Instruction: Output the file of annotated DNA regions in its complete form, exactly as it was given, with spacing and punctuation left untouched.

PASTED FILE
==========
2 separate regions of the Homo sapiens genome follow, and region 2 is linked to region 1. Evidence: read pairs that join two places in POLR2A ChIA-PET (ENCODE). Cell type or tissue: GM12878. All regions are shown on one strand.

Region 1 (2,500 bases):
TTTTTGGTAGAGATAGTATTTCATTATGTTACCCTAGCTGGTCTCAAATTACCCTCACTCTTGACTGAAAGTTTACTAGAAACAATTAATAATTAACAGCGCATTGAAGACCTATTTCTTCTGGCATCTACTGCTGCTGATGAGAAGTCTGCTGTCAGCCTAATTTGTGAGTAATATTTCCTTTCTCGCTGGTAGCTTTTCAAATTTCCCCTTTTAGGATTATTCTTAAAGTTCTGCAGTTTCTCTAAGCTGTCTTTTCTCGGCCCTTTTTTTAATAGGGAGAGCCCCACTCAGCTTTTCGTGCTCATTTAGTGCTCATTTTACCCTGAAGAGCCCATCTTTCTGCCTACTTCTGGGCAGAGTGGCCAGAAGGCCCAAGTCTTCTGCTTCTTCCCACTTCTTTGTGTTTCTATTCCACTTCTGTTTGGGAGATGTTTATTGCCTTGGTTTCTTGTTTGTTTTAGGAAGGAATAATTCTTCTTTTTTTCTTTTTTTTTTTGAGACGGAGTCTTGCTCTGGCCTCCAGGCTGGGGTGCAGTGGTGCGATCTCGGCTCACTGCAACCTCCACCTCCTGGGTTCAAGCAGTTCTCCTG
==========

2 separate regions of the Homo sapiens genome follow, and region 2 is linked to region 1. Evidence: read pairs that join two places in POLR2A ChIA-PET (ENCODE). Cell type or tissue: GM12878. All regions are shown on one strand.

Region 1 (2,500 bases):
TTTTTGGTAGAGATAGTATTTCATTATGTTACCCTAGCTGGTCTCAAATTACCCTCACTCTTGACTGAAAGTTTACTAGAAACAATTAATAATTAACAGCGCATTGAAGACCTATTTCTTCTGGCATCTACTGCTGCTGATGAGAAGTCTGCTGTCAGCCTAATTTGTGAGTAATATTTCCTTTCTCGCTGGTAGCTTTTCAAATTTCCCCTTTTAGGATTATTCTTAAAGTTCTGCAGTTTCTCTAAGCTGTCTTTTCTCGGCCCTTTTTTTAATAGGGAGAGCCCCACTCAGCTTTTCGTGCTCATTTAGTGCTCATTTTACCCTGAAGAGCCCATCTTTCTGCCTACTTCTGGGCAGAGTGGCCAGAAGGCCCAAGTCTTCTGCTTCTTCCCACTTCTTTGTGTTTCTATTCCACTTCTGTTTGGGAGATGTTTATTGCCTTGGTTTCTTGTTTGTTTTAGGAAGGAATAATTCTTCTTTTTTTCTTTTTTTTTTTGAGACGGAGTCTTGCTCTGGCCTCCAGGCTGGGGTGCAGTGGTGCGATCTCGGCTCACTGCAACCTCCACCTCCTGGGTTCAAGCAGTTCTCCTG